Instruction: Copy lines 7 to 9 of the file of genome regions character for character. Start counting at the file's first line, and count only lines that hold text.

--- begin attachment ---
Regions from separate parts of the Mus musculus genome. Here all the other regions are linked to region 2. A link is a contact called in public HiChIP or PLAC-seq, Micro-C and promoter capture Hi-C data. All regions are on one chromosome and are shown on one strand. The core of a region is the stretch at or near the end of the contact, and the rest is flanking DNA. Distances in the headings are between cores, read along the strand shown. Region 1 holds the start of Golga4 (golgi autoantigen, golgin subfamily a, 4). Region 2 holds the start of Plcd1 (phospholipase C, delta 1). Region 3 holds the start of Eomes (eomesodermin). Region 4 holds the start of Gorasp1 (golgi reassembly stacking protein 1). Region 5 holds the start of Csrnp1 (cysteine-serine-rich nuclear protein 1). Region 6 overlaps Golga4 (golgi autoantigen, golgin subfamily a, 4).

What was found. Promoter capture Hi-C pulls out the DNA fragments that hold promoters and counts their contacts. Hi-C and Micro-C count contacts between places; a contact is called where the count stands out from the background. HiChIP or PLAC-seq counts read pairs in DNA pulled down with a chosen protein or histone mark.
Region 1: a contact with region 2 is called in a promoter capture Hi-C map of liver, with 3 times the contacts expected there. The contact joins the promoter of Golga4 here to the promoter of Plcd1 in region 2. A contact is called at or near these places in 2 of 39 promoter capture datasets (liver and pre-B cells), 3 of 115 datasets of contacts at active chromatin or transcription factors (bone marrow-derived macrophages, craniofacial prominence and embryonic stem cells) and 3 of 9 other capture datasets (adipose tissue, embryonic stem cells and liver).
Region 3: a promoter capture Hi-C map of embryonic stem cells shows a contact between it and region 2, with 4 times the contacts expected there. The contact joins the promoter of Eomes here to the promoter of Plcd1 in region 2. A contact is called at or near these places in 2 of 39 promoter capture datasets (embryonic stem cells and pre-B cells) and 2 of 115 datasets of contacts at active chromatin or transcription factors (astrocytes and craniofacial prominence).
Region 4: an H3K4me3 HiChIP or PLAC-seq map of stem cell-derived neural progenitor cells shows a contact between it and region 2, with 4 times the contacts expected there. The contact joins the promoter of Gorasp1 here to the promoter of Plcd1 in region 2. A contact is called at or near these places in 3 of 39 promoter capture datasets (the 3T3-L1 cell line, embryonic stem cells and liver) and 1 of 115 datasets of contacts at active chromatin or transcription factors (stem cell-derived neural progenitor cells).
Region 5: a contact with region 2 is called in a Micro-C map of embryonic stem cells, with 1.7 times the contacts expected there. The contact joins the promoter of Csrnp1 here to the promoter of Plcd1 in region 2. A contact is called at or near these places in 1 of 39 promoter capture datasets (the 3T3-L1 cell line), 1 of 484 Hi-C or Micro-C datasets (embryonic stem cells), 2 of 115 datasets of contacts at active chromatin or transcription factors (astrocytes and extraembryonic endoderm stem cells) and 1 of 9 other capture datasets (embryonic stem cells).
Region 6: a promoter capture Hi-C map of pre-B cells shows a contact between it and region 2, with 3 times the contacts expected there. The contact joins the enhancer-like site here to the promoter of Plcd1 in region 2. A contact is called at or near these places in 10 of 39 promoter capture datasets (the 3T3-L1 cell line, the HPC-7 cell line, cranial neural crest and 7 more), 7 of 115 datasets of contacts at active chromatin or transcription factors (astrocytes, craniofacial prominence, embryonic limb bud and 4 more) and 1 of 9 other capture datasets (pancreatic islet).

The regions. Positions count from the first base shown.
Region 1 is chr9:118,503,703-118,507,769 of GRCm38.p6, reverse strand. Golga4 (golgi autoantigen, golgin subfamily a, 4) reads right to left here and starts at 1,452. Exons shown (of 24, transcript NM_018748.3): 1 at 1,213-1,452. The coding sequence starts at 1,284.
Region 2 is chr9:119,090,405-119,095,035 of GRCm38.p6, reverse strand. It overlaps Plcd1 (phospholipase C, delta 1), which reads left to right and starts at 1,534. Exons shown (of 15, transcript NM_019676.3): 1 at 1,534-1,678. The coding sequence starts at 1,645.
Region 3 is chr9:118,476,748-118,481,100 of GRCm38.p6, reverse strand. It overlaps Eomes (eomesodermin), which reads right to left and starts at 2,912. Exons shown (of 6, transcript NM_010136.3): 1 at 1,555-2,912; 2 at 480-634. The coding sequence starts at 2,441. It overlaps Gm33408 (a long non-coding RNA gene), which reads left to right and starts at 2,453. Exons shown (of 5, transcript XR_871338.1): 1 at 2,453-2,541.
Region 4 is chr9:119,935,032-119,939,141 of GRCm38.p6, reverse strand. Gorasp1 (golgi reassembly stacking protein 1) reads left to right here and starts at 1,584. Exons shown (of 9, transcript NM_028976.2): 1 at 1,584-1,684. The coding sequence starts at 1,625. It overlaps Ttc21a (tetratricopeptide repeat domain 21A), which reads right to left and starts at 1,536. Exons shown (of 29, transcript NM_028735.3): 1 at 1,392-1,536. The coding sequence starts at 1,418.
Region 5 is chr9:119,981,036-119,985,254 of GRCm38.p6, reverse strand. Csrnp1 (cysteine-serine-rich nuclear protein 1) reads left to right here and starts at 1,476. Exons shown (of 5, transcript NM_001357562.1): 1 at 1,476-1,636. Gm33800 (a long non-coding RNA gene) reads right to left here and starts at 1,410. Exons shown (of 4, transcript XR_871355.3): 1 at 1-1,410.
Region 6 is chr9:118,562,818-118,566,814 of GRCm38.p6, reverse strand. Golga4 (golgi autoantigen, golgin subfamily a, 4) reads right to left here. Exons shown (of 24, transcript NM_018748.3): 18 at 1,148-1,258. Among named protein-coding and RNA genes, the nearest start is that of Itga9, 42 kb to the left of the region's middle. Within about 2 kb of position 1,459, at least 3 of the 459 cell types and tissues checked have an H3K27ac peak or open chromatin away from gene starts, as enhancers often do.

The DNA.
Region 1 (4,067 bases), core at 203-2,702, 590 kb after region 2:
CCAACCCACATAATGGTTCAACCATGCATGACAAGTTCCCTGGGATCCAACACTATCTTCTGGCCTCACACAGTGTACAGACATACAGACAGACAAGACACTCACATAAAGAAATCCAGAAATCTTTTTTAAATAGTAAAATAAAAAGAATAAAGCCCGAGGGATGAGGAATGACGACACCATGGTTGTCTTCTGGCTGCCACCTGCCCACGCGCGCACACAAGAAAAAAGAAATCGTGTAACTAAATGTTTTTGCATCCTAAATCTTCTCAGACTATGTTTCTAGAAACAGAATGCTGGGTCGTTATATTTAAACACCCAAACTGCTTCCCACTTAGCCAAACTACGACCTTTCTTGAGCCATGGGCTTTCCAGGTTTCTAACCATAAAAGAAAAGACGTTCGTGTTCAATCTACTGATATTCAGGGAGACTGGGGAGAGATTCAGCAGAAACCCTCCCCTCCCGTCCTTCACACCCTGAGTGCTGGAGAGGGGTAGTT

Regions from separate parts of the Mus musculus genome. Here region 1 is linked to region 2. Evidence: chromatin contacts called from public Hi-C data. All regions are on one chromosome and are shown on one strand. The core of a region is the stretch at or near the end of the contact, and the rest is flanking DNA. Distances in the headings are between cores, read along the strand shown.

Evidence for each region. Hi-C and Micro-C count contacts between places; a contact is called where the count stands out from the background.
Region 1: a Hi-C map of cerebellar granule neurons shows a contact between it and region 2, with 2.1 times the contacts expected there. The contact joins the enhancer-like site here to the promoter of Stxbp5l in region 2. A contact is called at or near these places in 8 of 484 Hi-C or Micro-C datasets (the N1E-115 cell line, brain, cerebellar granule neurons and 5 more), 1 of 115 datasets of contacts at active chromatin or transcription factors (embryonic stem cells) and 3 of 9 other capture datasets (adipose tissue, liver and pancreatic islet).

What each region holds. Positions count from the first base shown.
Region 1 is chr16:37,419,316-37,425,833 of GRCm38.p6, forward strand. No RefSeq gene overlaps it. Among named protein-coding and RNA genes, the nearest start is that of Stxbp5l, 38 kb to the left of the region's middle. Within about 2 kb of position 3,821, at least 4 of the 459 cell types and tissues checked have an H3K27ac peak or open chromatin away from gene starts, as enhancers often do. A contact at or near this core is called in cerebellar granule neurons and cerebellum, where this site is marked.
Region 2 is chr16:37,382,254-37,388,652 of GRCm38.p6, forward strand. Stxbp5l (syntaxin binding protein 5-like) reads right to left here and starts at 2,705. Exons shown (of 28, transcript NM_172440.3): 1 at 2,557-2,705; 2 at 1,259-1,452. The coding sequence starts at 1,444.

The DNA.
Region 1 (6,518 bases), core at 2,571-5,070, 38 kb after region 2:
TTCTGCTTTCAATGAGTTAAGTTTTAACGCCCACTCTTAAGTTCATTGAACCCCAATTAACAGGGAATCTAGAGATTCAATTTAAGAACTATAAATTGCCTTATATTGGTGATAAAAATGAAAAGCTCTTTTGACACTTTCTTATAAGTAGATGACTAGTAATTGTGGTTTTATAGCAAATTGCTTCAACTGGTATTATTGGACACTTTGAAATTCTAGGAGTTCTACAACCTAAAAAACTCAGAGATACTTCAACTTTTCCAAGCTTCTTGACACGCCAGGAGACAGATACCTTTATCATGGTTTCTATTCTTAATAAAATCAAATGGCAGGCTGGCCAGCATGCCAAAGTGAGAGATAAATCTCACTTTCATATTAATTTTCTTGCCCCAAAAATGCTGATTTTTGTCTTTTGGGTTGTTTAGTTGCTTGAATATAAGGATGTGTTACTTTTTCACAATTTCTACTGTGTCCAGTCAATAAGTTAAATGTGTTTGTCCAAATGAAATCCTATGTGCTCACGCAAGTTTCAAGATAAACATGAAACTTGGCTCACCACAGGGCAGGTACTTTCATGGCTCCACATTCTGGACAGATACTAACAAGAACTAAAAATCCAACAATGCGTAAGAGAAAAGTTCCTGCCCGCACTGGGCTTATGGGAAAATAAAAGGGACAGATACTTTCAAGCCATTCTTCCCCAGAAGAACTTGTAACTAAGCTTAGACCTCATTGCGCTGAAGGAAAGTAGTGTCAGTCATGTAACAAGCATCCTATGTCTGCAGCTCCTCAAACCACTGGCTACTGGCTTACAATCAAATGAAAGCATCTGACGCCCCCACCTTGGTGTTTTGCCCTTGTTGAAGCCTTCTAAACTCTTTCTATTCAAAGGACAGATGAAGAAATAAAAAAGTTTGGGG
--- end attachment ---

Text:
Region 6: a promoter capture Hi-C map of pre-B cells shows a contact between it and region 2, with 3 times the contacts expected there. The contact joins the enhancer-like site here to the promoter of Plcd1 in region 2. A contact is called at or near these places in 10 of 39 promoter capture datasets (the 3T3-L1 cell line, the HPC-7 cell line, cranial neural crest and 7 more), 7 of 115 datasets of contacts at active chromatin or transcription factors (astrocytes, craniofacial prominence, embryonic limb bud and 4 more) and 1 of 9 other capture datasets (pancreatic islet).

The regions. Positions count from the first base shown.
Region 1 is chr9:118,503,703-118,507,769 of GRCm38.p6, reverse strand. Golga4 (golgi autoantigen, golgin subfamily a, 4) reads right to left here and starts at 1,452. Exons shown (of 24, transcript NM_018748.3): 1 at 1,213-1,452. The coding sequence starts at 1,284.